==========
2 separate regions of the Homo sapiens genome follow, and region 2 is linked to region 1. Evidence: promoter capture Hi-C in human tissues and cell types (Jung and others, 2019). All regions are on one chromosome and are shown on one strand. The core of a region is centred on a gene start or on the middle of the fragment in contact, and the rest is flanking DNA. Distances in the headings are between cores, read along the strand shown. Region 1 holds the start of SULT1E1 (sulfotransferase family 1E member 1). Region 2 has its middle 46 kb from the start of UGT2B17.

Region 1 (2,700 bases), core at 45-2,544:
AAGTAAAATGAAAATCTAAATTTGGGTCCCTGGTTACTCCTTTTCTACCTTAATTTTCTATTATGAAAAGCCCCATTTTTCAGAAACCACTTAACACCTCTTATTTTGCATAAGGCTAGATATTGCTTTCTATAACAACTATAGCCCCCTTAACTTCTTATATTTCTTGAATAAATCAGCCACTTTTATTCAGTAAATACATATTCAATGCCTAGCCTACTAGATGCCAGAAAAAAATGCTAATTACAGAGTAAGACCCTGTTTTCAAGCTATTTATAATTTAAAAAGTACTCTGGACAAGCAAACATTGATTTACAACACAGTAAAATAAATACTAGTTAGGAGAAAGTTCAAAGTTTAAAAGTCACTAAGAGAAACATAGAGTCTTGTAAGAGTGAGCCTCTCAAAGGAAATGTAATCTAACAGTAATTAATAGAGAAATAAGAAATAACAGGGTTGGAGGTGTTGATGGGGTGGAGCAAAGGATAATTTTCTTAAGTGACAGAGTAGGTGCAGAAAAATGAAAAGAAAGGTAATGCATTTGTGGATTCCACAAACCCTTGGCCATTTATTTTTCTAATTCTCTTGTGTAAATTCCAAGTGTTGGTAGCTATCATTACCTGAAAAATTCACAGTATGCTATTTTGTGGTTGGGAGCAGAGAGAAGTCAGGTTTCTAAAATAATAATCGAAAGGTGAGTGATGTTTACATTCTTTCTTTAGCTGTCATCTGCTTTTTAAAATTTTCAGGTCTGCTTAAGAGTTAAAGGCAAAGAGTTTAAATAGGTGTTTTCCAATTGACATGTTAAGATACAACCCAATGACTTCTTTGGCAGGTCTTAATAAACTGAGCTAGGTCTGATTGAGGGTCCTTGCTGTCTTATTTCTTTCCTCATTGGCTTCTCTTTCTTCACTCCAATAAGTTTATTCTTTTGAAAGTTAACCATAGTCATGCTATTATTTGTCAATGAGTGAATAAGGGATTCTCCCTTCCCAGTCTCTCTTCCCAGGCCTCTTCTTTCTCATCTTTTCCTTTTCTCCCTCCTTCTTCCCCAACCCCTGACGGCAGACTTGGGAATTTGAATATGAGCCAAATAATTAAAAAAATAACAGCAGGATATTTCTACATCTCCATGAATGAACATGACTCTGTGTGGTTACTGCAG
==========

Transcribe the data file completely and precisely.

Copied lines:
2 separate regions of the Homo sapiens genome follow, and region 2 is linked to region 1. Evidence: promoter capture Hi-C in human tissues and cell types (Jung and others, 2019). All regions are on one chromosome and are shown on one strand. The core of a region is centred on a gene start or on the middle of the fragment in contact, and the rest is flanking DNA. Distances in the headings are between cores, read along the strand shown. Region 1 holds the start of SULT1E1 (sulfotransferase family 1E member 1). Region 2 has its middle 46 kb from the start of UGT2B17.

Region 1 (2,700 bases), core at 45-2,544:
AAGTAAAATGAAAATCTAAATTTGGGTCCCTGGTTACTCCTTTTCTACCTTAATTTTCTATTATGAAAAGCCCCATTTTTCAGAAACCACTTAACACCTCTTATTTTGCATAAGGCTAGATATTGCTTTCTATAACAACTATAGCCCCCTTAACTTCTTATATTTCTTGAATAAATCAGCCACTTTTATTCAGTAAATACATATTCAATGCCTAGCCTACTAGATGCCAGAAAAAAATGCTAATTACAGAGTAAGACCCTGTTTTCAAGCTATTTATAATTTAAAAAGTACTCTGGACAAGCAAACATTGATTTACAACACAGTAAAATAAATACTAGTTAGGAGAAAGTTCAAAGTTTAAAAGTCACTAAGAGAAACATAGAGTCTTGTAAGAGTGAGCCTCTCAAAGGAAATGTAATCTAACAGTAATTAATAGAGAAATAAGAAATAACAGGGTTGGAGGTGTTGATGGGGTGGAGCAAAGGATAATTTTCTTAAGTGACAGAGTAGGTGCAGAAAAATGAAAAGAAAGGTAATGCATTTGTGGATTCCACAAACCCTTGGCCATTTATTTTTCTAATTCTCTTGTGTAAATTCCAAGTGTTGGTAGCTATCATTACCTGAAAAATTCACAGTATGCTATTTTGTGGTTGGGAGCAGAGAGAAGTCAGGTTTCTAAAATAATAATCGAAAGGTGAGTGATGTTTACATTCTTTCTTTAGCTGTCATCTGCTTTTTAAAATTTTCAGGTCTGCTTAAGAGTTAAAGGCAAAGAGTTTAAATAGGTGTTTTCCAATTGACATGTTAAGATACAACCCAATGACTTCTTTGGCAGGTCTTAATAAACTGAGCTAGGTCTGATTGAGGGTCCTTGCTGTCTTATTTCTTTCCTCATTGGCTTCTCTTTCTTCACTCCAATAAGTTTATTCTTTTGAAAGTTAACCATAGTCATGCTATTATTTGTCAATGAGTGAATAAGGGATTCTCCCTTCCCAGTCTCTCTTCCCAGGCCTCTTCTTTCTCATCTTTTCCTTTTCTCCCTCCTTCTTCCCCAACCCCTGACGGCAGACTTGGGAATTTGAATATGAGCCAAATAATTAAAAAAATAACAGCAGGATATTTCTACATCTCCATGAATGAACATGACTCTGTGTGGTTACTGCAG